China and Australia deepen blockchain links

China and Australia deepen blockchain links

A group of Australian blockchain start-ups, including Labrys, Beam and AgriDigital, are in Shanghai this week, on a trade mission organised by Austrade and the Australian Digital Commerce Association.

Over the weekend, the entrepreneurs completed a boot camp run by members of the embassy, including a session on how to protect their intellectual property. On Monday, they visited several of China’s largest fintech companies, including $US150 billion-valued ($211 billion) Ant Financial’s Shanghai headquarters in the city’s Pudong district.

China’s fintech market towers over all others. Ant operates the world’s largest online and mobile payments platform – with 520 million users. It has also been investing in blockchain, devoting part of its blockbuster $US14 billion Series C funding round earlier this year to the new technology.

An example is the blockchain-based cross-border settlement service it launched in June to manage fund transfers between Hong Kong and the Philippines.

Ant Financial’s Alipay payment system has 520 million users. An Austrade delegation of blockchain start-ups visited its Shanghai headquarters on Monday.

Qilai Shen

The delegation will then hit the Wangxiang 4th Global Blockchain Summit, which is being held at W Shanghai The Bund on Tuesday and Wednesday.

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Mind-blowing experience

According to a delegate who attended the event last year, it will be a mind-blowing experience for the start-ups, revealing China’s ambition to be a central player as the new “internet of value” develops.

The Chinese government has cracked down on bitcoin and initial coin offerings (ICOs) but this does not mean it wants to stifle investment in the technology underlying them.

The crypto news service Coindesk has been reporting widely on China’s blockchain pilots, including by its central bank, which is apparently testing a blockchain trade finance platform and has built a blockchain-based system that digitises cheques – allowing for them to be tracked.

Blockchain is being tested by Chinese tech giants including Alibaba, Baidu, JD and Tencent. The Wangxiang 4th Global ...
Blockchain is being tested by Chinese tech giants including Alibaba, Baidu, JD and Tencent. The Wangxiang 4th Global Blockchain Summit takes place this week in Shanghai.

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It could also be considering issuing its own digital currency using the technology.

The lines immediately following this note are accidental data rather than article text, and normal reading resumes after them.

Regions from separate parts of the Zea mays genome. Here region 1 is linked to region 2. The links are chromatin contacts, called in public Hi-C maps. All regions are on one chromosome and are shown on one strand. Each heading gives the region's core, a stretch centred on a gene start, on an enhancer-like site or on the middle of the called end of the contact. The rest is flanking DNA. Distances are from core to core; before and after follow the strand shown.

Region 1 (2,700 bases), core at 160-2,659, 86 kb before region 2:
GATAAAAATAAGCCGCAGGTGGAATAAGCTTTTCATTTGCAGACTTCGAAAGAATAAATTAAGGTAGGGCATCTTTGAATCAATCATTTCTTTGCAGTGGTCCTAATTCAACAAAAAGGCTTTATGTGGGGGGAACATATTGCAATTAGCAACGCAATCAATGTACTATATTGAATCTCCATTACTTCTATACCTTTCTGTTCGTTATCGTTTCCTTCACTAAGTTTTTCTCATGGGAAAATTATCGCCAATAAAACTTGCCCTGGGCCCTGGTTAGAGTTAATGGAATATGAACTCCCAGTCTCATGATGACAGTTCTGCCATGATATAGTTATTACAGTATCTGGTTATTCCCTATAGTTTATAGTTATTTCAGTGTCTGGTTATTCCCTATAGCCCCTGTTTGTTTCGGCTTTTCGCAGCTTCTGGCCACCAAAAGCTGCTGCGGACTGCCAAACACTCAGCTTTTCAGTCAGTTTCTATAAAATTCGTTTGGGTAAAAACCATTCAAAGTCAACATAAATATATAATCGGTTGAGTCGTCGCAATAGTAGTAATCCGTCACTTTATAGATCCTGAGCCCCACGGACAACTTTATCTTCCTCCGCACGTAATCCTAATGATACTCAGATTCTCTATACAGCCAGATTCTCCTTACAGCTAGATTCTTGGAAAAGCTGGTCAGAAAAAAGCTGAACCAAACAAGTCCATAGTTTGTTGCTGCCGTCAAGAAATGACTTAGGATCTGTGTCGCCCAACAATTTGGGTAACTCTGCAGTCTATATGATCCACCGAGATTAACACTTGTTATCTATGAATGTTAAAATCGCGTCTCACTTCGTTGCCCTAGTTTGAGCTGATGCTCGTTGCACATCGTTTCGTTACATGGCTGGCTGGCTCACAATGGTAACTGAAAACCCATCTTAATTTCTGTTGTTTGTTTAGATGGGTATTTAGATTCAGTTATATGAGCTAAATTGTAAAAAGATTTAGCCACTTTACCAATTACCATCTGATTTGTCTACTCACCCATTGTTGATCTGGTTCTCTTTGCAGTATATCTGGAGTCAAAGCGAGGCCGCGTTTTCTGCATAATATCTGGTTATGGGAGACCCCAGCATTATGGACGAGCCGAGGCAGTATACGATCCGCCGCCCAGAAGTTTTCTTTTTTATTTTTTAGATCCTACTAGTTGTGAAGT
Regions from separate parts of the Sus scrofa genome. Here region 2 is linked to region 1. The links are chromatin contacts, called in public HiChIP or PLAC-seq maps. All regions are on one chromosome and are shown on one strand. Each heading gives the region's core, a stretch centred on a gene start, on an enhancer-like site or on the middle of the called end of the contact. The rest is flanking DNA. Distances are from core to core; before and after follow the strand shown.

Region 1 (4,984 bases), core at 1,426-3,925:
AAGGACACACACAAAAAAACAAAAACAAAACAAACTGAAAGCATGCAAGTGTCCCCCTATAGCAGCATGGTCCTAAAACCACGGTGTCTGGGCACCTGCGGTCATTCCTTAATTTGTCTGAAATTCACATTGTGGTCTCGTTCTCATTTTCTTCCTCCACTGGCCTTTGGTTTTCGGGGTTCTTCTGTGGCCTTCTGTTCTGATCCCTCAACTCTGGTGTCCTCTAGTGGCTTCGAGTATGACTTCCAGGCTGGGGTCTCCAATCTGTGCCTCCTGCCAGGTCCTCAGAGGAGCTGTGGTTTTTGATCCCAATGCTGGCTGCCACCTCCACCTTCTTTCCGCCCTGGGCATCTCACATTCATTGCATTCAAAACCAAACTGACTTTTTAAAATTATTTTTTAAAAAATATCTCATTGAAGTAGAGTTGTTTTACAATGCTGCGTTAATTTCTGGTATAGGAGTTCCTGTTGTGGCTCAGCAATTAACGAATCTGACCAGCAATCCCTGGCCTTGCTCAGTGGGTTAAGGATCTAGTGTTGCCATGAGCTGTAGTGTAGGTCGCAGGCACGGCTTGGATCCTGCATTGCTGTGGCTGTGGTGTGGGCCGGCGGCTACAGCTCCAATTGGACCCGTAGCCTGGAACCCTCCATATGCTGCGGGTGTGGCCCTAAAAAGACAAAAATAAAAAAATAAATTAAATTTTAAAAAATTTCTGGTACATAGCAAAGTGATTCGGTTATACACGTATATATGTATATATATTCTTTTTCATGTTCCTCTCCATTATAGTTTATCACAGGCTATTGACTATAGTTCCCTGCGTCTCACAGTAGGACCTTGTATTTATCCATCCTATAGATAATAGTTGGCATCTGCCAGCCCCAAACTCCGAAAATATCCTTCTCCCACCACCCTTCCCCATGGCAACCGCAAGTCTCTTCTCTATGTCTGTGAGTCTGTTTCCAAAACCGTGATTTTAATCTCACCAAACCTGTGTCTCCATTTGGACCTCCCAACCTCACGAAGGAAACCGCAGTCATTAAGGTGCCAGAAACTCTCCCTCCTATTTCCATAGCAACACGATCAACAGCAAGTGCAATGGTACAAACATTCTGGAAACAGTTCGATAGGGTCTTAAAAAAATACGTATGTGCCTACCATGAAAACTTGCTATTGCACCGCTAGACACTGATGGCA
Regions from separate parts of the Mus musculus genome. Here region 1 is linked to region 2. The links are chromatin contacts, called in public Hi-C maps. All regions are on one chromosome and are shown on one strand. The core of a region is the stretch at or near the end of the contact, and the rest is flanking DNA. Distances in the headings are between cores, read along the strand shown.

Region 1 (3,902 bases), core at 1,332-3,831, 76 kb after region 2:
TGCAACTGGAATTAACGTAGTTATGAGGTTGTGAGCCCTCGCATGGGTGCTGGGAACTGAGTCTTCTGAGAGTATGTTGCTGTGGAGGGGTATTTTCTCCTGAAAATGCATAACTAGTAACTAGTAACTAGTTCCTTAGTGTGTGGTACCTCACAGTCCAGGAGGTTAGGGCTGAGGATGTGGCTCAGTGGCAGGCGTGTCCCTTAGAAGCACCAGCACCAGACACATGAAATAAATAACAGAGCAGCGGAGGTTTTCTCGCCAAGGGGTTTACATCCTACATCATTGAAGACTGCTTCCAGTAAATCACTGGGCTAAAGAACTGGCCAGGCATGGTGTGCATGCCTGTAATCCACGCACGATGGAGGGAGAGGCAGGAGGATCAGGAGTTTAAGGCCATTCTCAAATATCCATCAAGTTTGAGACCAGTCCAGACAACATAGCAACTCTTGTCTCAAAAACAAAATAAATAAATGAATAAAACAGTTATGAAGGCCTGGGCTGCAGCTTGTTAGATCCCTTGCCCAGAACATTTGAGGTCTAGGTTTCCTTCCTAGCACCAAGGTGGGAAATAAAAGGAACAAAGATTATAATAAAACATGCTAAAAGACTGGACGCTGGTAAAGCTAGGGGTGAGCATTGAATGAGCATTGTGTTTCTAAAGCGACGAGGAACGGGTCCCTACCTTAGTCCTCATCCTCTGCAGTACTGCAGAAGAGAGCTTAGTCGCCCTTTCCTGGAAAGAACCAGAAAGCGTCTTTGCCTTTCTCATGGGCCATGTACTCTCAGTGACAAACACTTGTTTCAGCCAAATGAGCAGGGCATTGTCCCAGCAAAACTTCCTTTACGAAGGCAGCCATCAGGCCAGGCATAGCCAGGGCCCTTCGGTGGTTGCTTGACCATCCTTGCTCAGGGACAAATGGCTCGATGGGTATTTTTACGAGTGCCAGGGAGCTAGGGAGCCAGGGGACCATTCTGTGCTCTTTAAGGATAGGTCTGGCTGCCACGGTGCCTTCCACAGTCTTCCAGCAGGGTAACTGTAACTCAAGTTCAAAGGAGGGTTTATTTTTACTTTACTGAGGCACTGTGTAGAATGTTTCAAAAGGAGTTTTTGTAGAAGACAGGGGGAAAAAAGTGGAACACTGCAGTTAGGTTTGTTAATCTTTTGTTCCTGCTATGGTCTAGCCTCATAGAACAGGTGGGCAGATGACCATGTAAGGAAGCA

Legal approval

It seems the judiciary is also getting on board; China’s first internet court in Hangzhou recently ruled blockchain-based evidence was legally admissible in a copyright infringement case.

Ant Financial’s parent company, the internet giant Alibaba, has made  90 patent applications focused on blockchain-related technologies, according to a  report in iPR Daily, an IP trade publication. Tencent and Ping An Insurance are also actively filing blockchain patents.

Some of these are in market. Tencent has piloted an app on its WeChat messaging service using blockchain to speed up reimbursing corporate employees’ expenses. Another e-commerce giant, JD.com, has launched a “blockchain-as-a-service” platform to track corporate invoices.

With the exception of ASX’s project to replace its CHESS equities clearing and settlement system with blockchain, many pilots of the technology in Australia are merely dipping toes in the waters.

Nevertheless, China is paying close attention to Australia’s role chairing the International Standards Organisation (ISO) group (known as Technical Committee 307), which is developing standards for blockchain.

China sees Australia as a more trustworthy leader of this work than, say, the United States or Russia, which also wanted to run this committee.

Chair of the ISO/TC 307 Craig Dunn will tell the Wangxiang summit that Australia wants China closely involved in the standard setting.

Blockchain irony

There’s an irony in China embracing blockchain, given the technology was initially designed to circumvent state control.

In his presentation, Dunn will mention several aspects of blockchain which challenge China’s political philosophy. It “can establish trust where mistrust of central authorities or institutions applies”, he will say.

It can also protect property rights by creating immutable records, allow citizens to “own, control and monetise their own data”, and delivering greater privacy and control of personal data.

But China’s government – just like regulators abroad in many Western jurisdictions that are also exploring the technology – are more likely to be interested in blockchain’s ability to create greater transparency around transactions, which will allow authorities to conduct more detailed oversight and monitoring.

As The Economist put it recently: “Shorn of their anonymity, distributed ledgers can be a boon for regulators: they can provide visibility, for instance on who owns what.”

Blockchain R&D in China is also emerging as a geopolitical issue. “Chinese authorities see blockchain technology as a potentially useful, disintermediating tool for advancing its regional interests, especially in trade,” said Michael Casey, the chairman of the advisory board of Coindesk, in a prescient article last year. “Much work is being done, for example, to incorporate smart contacts, tokens and other aspects of blockchain technology into supply-chain management systems that enhance information-sharing and efficiency.”

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